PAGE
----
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Defining Presence Dr. Vanessa Dennen

What is presence?

The simplest definition of presence is "being in a place." We sense the physical presence of other people through all of our senses. In a physical classroom, it's pretty clear who is or is not present -- although some people have a bigger impact than others. In an online class, it's possible for people to be logged in and aware of what is going on in the class space without leaving very much of a mark. Those people would be said to lack presence.

In an online class, we use all of the presence cues that a person provides to us in order to construct an impression of that person. The different types of evidence that construct this impression include how the person looks, how the person sounds, and the way in which the person uses language. While these clues are abundant in physical spaces, they can rather limited in online spaces -- but they don't have to be.

Why is presence important?

To explain why presence is so important in an online course, I've decided to share a personal story -- a true experience -- in the video below.

Reflect: How's your presence?

Take a moment to reflect on your experiences teaching online so far. What do your online students know about you? What kind of impression do you think they have? What words might they use to describe you?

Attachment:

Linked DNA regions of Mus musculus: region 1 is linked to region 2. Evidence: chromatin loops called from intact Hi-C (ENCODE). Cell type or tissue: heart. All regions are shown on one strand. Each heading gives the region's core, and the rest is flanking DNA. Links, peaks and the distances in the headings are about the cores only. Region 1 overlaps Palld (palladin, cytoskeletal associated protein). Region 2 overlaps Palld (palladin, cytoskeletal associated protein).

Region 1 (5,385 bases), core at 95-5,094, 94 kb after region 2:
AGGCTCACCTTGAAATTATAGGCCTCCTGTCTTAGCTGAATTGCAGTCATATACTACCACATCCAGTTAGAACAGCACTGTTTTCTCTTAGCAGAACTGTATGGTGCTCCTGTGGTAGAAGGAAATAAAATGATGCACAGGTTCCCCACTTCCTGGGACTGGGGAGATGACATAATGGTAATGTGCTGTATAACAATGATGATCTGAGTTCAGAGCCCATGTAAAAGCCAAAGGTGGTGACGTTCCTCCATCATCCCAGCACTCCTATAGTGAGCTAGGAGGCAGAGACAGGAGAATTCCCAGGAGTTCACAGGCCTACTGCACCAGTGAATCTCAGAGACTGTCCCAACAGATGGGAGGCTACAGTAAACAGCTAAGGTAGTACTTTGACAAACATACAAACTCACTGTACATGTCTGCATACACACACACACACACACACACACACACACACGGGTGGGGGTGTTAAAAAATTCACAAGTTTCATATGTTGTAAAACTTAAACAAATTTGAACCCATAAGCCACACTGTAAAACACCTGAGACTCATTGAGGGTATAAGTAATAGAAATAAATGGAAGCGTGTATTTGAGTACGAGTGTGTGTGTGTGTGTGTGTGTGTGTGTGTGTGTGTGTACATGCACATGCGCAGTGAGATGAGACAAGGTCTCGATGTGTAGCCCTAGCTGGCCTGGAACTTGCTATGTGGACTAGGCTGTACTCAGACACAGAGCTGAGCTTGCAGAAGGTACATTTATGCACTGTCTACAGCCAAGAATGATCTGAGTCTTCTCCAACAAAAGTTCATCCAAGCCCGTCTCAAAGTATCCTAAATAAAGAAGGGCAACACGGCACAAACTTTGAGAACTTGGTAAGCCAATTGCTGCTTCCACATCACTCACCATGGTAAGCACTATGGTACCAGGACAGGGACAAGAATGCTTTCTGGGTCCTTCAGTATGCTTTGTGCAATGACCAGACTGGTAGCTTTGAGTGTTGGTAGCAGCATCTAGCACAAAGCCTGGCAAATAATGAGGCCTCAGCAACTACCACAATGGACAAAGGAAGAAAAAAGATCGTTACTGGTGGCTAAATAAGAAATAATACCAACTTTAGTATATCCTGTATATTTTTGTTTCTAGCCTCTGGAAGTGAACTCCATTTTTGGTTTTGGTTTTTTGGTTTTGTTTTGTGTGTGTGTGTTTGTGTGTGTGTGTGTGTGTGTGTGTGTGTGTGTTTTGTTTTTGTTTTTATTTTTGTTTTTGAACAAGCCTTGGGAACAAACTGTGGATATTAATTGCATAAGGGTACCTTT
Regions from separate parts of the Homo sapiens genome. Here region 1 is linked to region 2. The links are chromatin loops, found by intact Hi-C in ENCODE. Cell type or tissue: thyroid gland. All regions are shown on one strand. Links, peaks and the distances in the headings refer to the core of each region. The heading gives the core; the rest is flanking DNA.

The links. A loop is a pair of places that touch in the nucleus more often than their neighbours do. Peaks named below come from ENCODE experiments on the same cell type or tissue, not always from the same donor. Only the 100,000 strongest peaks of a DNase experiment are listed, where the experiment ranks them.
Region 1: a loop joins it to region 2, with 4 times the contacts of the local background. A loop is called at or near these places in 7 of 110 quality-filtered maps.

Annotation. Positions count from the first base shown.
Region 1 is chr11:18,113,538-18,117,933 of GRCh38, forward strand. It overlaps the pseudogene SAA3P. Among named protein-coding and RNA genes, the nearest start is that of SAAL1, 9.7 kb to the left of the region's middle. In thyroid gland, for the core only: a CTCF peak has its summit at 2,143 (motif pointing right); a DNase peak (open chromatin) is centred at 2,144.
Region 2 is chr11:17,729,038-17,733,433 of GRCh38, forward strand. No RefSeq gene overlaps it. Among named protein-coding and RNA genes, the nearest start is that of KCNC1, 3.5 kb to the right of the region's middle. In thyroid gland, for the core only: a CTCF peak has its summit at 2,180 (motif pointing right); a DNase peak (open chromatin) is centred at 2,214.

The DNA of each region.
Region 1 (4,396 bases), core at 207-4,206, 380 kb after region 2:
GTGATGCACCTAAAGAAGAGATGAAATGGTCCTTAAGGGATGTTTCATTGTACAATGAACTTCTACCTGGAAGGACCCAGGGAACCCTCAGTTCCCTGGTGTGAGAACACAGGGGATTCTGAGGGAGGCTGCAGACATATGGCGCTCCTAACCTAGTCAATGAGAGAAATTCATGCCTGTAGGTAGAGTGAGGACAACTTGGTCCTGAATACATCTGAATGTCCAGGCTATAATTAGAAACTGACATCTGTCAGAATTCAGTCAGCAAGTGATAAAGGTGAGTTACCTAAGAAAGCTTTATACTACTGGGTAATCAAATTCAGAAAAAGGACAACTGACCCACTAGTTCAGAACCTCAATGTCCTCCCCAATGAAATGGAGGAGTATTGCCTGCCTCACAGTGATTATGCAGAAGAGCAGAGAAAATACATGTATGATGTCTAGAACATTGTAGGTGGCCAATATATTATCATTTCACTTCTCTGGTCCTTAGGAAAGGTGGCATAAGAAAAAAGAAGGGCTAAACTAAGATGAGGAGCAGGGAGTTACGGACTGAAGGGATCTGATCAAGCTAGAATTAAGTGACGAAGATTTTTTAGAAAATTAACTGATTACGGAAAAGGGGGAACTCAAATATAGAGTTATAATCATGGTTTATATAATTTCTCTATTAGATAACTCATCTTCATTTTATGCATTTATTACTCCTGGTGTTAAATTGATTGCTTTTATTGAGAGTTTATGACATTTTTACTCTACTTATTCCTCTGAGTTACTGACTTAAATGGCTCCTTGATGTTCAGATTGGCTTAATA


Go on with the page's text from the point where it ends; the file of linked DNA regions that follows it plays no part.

Now think about what the impression you would like your online students to have. What words come to mind? Would you like them to think you are knowledgable? Approachable? Respectful? Friendly? Upbeat? Jot down these descriptors. You can use them as a guide to help remind you of your ideal presence.

Presence and the Community of Inquiry Framework

By Matbury - Own work, CC BY-SA 3.0, https://commons.wikimedia.org/w/index.php?curid=32442058

The Community of Inquiry framework has been developed to explain the different types of presence that are important to have in an online course. In this framework, teaching, cognitive, and social presence come together to support the overall educational experience. To learn more about this framework, click on the link to read the original article in which Garrison, Anderson and Archer (2000) explain in detail how presence supports online learning.

Extension

Would you like to learn more about Community of Inquiry? There have been many studies done in this area, some of which are linked from the Community of Inquiry web site publication page.

Credits:

Created with an image by cogdogblog - "Lousy At Keyboards"